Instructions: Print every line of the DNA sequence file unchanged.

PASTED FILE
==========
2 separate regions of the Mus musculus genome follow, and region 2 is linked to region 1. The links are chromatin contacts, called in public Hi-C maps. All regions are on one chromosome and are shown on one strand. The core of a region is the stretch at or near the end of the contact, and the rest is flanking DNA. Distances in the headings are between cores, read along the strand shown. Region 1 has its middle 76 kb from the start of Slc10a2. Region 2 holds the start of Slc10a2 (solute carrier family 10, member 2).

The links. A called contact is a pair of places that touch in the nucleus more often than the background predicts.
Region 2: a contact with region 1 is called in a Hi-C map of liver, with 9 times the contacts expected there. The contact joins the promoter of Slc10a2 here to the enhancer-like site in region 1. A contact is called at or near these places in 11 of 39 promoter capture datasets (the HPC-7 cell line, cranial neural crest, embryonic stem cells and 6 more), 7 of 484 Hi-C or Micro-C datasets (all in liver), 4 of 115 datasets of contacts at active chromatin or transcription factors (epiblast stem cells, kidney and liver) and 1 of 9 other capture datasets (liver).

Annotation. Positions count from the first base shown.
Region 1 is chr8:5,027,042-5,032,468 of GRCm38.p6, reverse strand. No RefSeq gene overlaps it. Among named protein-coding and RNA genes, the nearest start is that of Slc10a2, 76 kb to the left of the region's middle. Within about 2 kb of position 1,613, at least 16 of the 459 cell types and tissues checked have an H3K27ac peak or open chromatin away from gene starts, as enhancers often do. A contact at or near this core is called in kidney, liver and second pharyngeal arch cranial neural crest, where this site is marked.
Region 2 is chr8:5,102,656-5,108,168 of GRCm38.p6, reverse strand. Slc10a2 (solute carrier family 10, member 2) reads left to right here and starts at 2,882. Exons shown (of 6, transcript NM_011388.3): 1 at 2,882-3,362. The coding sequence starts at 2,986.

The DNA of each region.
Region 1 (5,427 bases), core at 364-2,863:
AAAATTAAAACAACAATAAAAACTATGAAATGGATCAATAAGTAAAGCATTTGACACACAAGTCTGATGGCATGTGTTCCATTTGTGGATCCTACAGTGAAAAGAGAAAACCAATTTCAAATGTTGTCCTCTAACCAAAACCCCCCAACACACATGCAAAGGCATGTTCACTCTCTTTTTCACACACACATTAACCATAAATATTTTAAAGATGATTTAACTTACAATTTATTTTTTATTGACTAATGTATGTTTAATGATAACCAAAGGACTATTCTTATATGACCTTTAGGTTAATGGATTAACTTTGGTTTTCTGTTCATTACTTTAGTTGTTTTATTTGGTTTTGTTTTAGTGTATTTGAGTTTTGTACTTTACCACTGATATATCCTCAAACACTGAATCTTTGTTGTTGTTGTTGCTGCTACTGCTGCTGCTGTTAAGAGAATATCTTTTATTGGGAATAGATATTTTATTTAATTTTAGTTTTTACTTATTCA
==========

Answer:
2 separate regions of the Mus musculus genome follow, and region 2 is linked to region 1. The links are chromatin contacts, called in public Hi-C maps. All regions are on one chromosome and are shown on one strand. The core of a region is the stretch at or near the end of the contact, and the rest is flanking DNA. Distances in the headings are between cores, read along the strand shown. Region 1 has its middle 76 kb from the start of Slc10a2. Region 2 holds the start of Slc10a2 (solute carrier family 10, member 2).

The links. A called contact is a pair of places that touch in the nucleus more often than the background predicts.
Region 2: a contact with region 1 is called in a Hi-C map of liver, with 9 times the contacts expected there. The contact joins the promoter of Slc10a2 here to the enhancer-like site in region 1. A contact is called at or near these places in 11 of 39 promoter capture datasets (the HPC-7 cell line, cranial neural crest, embryonic stem cells and 6 more), 7 of 484 Hi-C or Micro-C datasets (all in liver), 4 of 115 datasets of contacts at active chromatin or transcription factors (epiblast stem cells, kidney and liver) and 1 of 9 other capture datasets (liver).

Annotation. Positions count from the first base shown.
Region 1 is chr8:5,027,042-5,032,468 of GRCm38.p6, reverse strand. No RefSeq gene overlaps it. Among named protein-coding and RNA genes, the nearest start is that of Slc10a2, 76 kb to the left of the region's middle. Within about 2 kb of position 1,613, at least 16 of the 459 cell types and tissues checked have an H3K27ac peak or open chromatin away from gene starts, as enhancers often do. A contact at or near this core is called in kidney, liver and second pharyngeal arch cranial neural crest, where this site is marked.
Region 2 is chr8:5,102,656-5,108,168 of GRCm38.p6, reverse strand. Slc10a2 (solute carrier family 10, member 2) reads left to right here and starts at 2,882. Exons shown (of 6, transcript NM_011388.3): 1 at 2,882-3,362. The coding sequence starts at 2,986.

The DNA of each region.
Region 1 (5,427 bases), core at 364-2,863:
AAAATTAAAACAACAATAAAAACTATGAAATGGATCAATAAGTAAAGCATTTGACACACAAGTCTGATGGCATGTGTTCCATTTGTGGATCCTACAGTGAAAAGAGAAAACCAATTTCAAATGTTGTCCTCTAACCAAAACCCCCCAACACACATGCAAAGGCATGTTCACTCTCTTTTTCACACACACATTAACCATAAATATTTTAAAGATGATTTAACTTACAATTTATTTTTTATTGACTAATGTATGTTTAATGATAACCAAAGGACTATTCTTATATGACCTTTAGGTTAATGGATTAACTTTGGTTTTCTGTTCATTACTTTAGTTGTTTTATTTGGTTTTGTTTTAGTGTATTTGAGTTTTGTACTTTACCACTGATATATCCTCAAACACTGAATCTTTGTTGTTGTTGTTGCTGCTACTGCTGCTGCTGTTAAGAGAATATCTTTTATTGGGAATAGATATTTTATTTAATTTTAGTTTTTACTTATTCA